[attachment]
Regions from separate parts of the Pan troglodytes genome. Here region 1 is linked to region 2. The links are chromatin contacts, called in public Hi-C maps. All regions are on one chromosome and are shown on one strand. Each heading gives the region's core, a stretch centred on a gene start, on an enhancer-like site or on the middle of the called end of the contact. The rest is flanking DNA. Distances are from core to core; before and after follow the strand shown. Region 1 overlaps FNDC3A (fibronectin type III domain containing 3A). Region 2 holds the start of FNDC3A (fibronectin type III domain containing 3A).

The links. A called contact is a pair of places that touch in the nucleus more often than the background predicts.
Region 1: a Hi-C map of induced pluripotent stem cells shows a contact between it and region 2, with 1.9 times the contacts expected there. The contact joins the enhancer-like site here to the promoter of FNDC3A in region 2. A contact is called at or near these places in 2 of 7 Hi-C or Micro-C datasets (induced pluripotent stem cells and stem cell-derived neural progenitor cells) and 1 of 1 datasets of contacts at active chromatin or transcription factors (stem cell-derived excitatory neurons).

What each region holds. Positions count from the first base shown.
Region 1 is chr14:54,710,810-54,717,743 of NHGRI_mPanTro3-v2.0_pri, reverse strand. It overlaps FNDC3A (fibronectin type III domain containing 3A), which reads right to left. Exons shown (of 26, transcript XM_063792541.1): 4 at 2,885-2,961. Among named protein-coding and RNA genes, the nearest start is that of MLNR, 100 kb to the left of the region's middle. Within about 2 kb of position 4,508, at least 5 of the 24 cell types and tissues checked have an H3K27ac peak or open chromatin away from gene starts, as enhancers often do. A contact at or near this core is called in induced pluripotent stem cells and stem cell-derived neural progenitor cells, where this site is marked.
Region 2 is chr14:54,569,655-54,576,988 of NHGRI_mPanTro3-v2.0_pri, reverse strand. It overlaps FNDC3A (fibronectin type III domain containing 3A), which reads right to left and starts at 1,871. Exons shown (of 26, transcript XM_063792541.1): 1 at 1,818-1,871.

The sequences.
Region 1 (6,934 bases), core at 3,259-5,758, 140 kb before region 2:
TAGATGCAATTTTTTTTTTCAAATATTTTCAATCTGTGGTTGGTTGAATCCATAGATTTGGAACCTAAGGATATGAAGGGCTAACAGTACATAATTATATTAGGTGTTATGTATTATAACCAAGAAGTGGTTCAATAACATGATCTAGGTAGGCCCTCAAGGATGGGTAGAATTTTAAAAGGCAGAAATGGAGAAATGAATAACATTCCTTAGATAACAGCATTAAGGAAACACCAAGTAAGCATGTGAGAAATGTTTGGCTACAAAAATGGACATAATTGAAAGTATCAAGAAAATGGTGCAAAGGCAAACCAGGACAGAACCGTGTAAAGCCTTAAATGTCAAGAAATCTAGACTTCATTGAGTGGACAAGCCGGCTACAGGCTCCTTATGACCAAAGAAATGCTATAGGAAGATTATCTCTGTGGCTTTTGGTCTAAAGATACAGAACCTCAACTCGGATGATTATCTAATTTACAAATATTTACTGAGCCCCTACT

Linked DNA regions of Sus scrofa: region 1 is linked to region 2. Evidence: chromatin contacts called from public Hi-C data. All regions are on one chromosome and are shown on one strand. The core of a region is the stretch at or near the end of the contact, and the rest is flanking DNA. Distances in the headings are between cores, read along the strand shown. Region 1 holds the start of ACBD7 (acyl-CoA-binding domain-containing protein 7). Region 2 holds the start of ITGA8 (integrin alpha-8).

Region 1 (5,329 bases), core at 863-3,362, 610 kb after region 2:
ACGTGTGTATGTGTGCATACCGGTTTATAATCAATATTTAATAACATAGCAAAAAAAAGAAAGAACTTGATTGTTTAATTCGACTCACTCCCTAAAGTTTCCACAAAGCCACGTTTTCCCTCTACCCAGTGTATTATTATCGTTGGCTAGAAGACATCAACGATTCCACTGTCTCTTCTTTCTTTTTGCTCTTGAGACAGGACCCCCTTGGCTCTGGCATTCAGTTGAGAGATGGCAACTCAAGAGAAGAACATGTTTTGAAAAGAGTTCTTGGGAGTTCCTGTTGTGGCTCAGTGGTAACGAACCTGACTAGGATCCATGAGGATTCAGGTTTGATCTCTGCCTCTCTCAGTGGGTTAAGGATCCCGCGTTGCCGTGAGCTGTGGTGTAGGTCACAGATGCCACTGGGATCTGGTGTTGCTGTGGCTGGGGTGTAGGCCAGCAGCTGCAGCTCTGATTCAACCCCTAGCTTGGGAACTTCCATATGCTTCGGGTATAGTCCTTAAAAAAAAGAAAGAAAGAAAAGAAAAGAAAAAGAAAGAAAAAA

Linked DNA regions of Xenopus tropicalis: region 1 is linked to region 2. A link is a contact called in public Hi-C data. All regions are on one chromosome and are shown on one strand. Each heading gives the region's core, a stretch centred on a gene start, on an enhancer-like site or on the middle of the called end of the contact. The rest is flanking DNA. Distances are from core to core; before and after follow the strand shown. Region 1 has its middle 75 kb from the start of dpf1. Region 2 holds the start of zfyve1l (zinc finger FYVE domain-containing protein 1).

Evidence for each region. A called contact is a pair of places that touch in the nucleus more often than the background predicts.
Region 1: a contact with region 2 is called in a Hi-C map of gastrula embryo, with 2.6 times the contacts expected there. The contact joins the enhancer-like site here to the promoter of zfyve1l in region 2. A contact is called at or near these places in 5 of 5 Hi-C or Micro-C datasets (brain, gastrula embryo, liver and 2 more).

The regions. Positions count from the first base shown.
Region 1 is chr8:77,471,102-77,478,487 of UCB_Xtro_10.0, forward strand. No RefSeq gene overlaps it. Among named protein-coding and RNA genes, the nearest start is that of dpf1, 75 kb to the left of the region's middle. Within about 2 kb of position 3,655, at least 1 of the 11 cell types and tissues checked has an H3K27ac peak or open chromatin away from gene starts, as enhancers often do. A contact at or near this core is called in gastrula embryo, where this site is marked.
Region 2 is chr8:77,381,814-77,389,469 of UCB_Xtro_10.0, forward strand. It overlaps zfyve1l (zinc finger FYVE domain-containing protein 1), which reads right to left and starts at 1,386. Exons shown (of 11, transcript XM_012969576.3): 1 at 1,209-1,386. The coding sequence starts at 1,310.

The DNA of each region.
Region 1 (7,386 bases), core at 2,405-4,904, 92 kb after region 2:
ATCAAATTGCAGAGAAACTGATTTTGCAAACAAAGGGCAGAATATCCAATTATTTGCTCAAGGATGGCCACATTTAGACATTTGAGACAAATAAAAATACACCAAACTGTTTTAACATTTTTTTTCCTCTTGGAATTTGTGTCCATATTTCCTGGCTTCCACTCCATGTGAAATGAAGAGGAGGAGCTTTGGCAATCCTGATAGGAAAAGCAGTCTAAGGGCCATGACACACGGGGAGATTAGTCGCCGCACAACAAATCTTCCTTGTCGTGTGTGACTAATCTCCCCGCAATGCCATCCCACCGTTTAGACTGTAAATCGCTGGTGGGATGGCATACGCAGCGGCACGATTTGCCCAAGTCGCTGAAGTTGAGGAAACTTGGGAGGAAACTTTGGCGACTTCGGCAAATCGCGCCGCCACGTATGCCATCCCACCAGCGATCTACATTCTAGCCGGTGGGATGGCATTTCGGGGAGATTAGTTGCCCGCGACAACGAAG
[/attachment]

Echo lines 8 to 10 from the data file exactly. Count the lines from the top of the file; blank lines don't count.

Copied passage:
Region 1 (6,934 bases), core at 3,259-5,758, 140 kb before region 2:
TAGATGCAATTTTTTTTTTCAAATATTTTCAATCTGTGGTTGGTTGAATCCATAGATTTGGAACCTAAGGATATGAAGGGCTAACAGTACATAATTATATTAGGTGTTATGTATTATAACCAAGAAGTGGTTCAATAACATGATCTAGGTAGGCCCTCAAGGATGGGTAGAATTTTAAAAGGCAGAAATGGAGAAATGAATAACATTCCTTAGATAACAGCATTAAGGAAACACCAAGTAAGCATGTGAGAAATGTTTGGCTACAAAAATGGACATAATTGAAAGTATCAAGAAAATGGTGCAAAGGCAAACCAGGACAGAACCGTGTAAAGCCTTAAATGTCAAGAAATCTAGACTTCATTGAGTGGACAAGCCGGCTACAGGCTCCTTATGACCAAAGAAATGCTATAGGAAGATTATCTCTGTGGCTTTTGGTCTAAAGATACAGAACCTCAACTCGGATGATTATCTAATTTACAAATATTTACTGAGCCCCTACT

Linked DNA regions of Sus scrofa: region 1 is linked to region 2. Evidence: chromatin contacts called from public Hi-C data. All regions are on one chromosome and are shown on one strand. The core of a region is the stretch at or near the end of the contact, and the rest is flanking DNA. Distances in the headings are between cores, read along the strand shown. Region 1 holds the start of ACBD7 (acyl-CoA-binding domain-containing protein 7). Region 2 holds the start of ITGA8 (integrin alpha-8).